S. Sounds of speech

It is possible to grade the sounds of speech according to the degree of difficulty, according to their relative frequency of occurrence, or by taking the sounds that can be taught by analogy with those occurring in Japanese first and then going on to those that cannot be so taught. Another consideration would be to take single sounds first and then to study sound clusters, beginning with easier and going on to more difficult sounds. Sound clusters are combinations of sounds that are adjacent to each other. For example: clusterCbreathes.

V. Factors Involved in Gradation

P. Vocabulary selection or Control

`. Frequency Lists

@Anyone trying to approach the subject of English teaching efficiently and scientifically would readily arrive at the need of teaching words which would be of the greatest practical use to the students. What then are the most useful words? Obviously those words which the students would come in contact with most frequently. A frequency list, therefore, is a list of words showing which words in a certain language occur most frequently, which less frequently, and which still less frequently, and so on, as a result of examining written matter of various types. The purpose of such a list is to work toward elimination of meaning less or wasteful effort in the teaching and learning processes.

a. Types of Gradation

    (1) Progressive Gradation

    Progressive gradation may be illustrated by the following dia-gram:

    @@

    @In such a system of grading one begins with the word with the biggest word-count, takes the next commonest, and then the next commonest, and so forth. In practice such a progression is quite impossible.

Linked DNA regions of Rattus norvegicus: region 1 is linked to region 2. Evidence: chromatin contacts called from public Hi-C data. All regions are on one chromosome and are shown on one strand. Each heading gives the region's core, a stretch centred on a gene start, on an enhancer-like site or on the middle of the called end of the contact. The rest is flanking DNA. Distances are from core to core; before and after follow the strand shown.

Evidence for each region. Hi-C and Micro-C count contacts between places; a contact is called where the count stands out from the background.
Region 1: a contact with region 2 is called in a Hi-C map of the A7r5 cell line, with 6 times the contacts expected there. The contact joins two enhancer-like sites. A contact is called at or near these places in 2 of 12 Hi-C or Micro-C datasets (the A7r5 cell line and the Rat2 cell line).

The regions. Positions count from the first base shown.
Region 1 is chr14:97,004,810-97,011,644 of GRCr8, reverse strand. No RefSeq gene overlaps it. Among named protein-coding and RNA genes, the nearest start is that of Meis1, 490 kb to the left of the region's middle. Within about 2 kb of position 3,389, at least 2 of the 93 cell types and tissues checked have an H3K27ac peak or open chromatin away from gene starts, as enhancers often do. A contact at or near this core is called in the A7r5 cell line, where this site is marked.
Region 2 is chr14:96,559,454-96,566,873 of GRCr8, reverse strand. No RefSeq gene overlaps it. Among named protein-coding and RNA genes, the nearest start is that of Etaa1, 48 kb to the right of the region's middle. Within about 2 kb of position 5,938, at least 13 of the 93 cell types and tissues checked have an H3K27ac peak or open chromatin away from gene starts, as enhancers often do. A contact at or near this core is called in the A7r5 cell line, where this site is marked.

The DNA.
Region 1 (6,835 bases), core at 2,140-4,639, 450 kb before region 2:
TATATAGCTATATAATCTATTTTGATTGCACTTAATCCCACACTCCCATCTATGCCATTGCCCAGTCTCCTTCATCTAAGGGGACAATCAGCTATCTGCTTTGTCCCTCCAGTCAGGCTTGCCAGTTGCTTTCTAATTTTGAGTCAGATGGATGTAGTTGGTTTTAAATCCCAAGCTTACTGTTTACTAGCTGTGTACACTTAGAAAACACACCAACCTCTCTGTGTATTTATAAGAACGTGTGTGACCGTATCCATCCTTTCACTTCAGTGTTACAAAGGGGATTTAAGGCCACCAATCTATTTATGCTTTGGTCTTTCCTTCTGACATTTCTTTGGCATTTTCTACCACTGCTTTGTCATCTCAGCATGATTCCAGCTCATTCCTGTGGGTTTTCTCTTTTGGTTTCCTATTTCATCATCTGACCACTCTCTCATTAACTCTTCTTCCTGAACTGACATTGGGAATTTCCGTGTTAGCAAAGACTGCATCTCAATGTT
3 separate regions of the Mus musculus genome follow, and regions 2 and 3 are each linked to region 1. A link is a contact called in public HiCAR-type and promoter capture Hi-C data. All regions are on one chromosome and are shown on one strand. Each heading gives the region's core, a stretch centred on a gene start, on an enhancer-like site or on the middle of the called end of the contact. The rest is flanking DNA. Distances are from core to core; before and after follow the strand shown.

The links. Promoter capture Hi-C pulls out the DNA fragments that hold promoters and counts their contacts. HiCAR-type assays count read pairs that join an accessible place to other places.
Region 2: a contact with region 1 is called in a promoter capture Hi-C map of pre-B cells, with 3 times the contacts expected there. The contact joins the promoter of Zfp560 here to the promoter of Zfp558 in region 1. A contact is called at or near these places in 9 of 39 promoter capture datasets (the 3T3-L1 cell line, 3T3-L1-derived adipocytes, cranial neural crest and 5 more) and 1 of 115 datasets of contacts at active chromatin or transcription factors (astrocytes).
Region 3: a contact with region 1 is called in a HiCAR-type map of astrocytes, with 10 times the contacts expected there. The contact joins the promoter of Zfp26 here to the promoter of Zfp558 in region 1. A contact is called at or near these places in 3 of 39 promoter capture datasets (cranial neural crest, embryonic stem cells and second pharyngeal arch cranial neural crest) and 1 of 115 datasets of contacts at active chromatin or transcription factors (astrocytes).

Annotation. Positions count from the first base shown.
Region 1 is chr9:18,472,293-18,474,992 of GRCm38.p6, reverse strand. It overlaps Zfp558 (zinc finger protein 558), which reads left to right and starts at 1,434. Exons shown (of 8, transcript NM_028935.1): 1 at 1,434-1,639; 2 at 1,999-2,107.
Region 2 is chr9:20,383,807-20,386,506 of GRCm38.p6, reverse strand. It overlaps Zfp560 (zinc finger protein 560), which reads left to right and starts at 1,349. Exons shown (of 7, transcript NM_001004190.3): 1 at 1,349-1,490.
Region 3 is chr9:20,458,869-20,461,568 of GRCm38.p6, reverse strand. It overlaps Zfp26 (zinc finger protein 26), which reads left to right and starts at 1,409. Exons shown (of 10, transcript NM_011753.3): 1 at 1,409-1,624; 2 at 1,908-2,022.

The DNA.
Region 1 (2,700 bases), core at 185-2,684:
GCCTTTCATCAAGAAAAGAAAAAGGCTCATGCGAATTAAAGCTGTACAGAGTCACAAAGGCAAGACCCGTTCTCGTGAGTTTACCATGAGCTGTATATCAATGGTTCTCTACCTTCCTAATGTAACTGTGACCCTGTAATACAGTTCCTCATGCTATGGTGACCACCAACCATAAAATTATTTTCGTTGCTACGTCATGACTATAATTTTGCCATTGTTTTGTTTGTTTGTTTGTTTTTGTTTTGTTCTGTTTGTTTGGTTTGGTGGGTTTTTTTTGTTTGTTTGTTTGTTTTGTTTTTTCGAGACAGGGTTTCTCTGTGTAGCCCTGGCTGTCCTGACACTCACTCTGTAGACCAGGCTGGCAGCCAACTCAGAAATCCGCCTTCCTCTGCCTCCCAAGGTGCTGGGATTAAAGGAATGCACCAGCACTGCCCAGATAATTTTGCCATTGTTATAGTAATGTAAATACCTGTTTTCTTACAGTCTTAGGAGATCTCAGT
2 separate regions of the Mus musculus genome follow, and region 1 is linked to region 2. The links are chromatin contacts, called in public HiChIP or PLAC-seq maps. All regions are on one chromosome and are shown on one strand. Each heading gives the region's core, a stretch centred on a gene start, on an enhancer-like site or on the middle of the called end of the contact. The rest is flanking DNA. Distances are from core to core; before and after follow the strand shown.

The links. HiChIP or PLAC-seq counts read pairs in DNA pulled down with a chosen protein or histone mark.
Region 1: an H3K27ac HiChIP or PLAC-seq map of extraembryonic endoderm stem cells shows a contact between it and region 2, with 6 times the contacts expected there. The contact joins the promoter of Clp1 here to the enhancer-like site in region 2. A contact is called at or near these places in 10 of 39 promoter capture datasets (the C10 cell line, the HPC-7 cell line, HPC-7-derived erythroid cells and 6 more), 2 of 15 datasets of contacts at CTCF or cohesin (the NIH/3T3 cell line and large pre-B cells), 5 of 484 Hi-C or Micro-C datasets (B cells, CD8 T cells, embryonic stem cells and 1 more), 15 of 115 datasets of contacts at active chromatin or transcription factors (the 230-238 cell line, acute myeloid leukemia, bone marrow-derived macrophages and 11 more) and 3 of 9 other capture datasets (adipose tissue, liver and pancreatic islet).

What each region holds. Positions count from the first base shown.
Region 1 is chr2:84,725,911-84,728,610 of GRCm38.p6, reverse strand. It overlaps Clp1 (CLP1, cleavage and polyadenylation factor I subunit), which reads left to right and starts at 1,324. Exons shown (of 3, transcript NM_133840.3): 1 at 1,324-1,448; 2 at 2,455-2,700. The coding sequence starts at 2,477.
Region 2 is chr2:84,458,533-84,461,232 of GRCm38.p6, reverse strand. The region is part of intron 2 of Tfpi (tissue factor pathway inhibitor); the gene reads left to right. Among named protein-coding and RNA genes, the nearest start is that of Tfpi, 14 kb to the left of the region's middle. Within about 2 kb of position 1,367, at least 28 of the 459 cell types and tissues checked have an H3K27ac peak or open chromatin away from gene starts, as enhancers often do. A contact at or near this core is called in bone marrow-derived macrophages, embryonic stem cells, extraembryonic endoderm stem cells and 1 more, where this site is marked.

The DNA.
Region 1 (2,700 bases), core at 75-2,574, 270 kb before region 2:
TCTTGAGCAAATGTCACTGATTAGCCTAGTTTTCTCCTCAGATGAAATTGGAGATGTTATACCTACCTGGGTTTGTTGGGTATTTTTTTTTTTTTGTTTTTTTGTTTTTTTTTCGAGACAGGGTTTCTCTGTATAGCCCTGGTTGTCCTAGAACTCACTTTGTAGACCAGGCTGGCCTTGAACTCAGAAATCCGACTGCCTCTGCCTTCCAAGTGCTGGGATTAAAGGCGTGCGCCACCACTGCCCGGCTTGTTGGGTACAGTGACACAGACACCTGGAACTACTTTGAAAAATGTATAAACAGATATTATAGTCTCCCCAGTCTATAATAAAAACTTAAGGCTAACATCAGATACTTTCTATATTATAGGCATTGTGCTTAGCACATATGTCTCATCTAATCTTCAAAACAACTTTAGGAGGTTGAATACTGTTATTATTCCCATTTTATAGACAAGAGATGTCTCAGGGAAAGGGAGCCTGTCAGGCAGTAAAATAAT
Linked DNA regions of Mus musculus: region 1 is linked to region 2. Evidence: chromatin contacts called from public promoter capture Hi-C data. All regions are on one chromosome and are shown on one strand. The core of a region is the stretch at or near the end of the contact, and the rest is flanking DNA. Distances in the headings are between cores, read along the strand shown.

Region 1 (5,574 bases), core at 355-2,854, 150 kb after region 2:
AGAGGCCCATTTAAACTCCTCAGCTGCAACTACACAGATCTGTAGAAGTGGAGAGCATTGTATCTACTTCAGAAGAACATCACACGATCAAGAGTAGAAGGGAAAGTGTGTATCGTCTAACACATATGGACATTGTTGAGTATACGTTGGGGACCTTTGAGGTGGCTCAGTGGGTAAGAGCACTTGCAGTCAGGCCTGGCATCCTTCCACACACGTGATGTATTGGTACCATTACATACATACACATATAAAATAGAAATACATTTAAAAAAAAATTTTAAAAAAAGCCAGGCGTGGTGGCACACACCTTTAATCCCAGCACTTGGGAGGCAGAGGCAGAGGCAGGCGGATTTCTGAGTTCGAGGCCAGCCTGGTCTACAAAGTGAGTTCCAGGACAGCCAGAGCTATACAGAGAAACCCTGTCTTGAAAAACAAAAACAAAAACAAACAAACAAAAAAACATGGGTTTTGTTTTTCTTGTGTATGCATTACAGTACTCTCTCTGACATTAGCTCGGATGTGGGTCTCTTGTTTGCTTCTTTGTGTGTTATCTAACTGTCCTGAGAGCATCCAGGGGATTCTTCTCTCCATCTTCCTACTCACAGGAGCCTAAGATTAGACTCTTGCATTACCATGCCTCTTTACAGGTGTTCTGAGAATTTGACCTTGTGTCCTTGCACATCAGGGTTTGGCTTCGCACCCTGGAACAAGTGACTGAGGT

(2) Plateau or Zonal Gradation

    Plateau or zonal gradation may be illustrated by the following diagrams:

    @@

    @In such a system of grading the commonest 500, 600 (or whatever the number might be) words words are taken from a vocabulary count, and the vocabulary taught is limited, though not with absolute strictness, to the particular range. In the next stage, another 500 or 600 words are added, the process continuing until the student has reached a stage, after five or six years, in which he can dispose himself of such a process without loss in the learning proceaa.

    @In the view of Harold Palmer, Basic Englishgis nothing other than an exceptionally long plateau containing exceptionally little material."5 He adds:gThe scheme of Basic English suggests that the long plateau, instead of being unwelcome or accidental, or even tolerated as a disagreeable necessity, is a thing to be designed, to be aimed at, to be looked upon as a necessary phase".